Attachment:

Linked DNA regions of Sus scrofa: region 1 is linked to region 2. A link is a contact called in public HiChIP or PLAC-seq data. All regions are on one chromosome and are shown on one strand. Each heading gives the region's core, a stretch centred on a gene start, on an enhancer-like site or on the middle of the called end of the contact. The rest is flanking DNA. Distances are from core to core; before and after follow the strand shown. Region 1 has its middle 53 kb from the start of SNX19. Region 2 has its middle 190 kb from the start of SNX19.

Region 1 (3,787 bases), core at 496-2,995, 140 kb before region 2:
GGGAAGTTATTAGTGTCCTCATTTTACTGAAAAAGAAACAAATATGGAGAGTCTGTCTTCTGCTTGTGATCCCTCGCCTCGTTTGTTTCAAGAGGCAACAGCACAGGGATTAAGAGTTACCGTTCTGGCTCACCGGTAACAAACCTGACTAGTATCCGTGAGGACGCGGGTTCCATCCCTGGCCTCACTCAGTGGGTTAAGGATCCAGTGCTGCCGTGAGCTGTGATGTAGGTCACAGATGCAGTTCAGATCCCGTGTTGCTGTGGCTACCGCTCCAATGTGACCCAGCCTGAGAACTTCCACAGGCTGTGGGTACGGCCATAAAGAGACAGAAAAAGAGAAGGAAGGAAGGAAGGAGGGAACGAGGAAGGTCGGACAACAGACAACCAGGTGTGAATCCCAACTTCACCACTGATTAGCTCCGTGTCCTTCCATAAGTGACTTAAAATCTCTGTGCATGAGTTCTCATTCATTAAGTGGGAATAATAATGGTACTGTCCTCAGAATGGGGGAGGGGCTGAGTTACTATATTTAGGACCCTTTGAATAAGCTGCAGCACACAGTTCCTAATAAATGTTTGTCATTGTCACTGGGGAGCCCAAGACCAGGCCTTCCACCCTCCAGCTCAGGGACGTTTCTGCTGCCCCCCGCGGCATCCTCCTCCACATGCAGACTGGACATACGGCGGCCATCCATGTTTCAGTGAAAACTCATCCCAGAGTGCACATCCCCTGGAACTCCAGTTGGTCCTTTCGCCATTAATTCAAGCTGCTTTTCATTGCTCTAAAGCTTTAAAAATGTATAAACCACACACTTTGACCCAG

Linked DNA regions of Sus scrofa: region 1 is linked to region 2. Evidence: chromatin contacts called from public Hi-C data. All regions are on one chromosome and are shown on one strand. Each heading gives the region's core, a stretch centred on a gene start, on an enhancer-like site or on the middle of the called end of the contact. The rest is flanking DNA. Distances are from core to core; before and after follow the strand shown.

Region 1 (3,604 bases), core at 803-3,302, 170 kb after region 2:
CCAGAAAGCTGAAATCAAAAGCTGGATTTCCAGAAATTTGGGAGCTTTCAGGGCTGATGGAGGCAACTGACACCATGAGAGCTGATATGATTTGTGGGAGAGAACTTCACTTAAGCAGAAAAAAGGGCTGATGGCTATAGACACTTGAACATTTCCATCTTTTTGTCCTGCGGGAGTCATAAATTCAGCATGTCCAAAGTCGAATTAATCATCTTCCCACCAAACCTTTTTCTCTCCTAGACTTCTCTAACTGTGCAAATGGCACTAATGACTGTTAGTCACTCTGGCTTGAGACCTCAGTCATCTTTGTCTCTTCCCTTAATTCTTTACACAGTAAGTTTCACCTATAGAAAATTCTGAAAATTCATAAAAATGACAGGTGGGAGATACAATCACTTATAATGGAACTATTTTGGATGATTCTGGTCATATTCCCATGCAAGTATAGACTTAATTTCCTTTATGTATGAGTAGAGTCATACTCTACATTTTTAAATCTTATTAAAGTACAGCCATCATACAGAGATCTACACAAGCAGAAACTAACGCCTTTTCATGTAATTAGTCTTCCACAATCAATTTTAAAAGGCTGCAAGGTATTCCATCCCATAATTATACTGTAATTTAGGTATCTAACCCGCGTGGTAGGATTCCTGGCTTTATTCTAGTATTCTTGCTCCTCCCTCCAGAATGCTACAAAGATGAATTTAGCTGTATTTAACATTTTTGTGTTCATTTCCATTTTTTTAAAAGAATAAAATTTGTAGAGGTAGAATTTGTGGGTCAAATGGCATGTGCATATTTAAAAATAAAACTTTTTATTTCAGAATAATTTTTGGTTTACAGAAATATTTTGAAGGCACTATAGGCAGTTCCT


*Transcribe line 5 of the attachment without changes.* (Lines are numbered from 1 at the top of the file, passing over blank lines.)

Region 1 (3,604 bases), core at 803-3,302, 170 kb after region 2: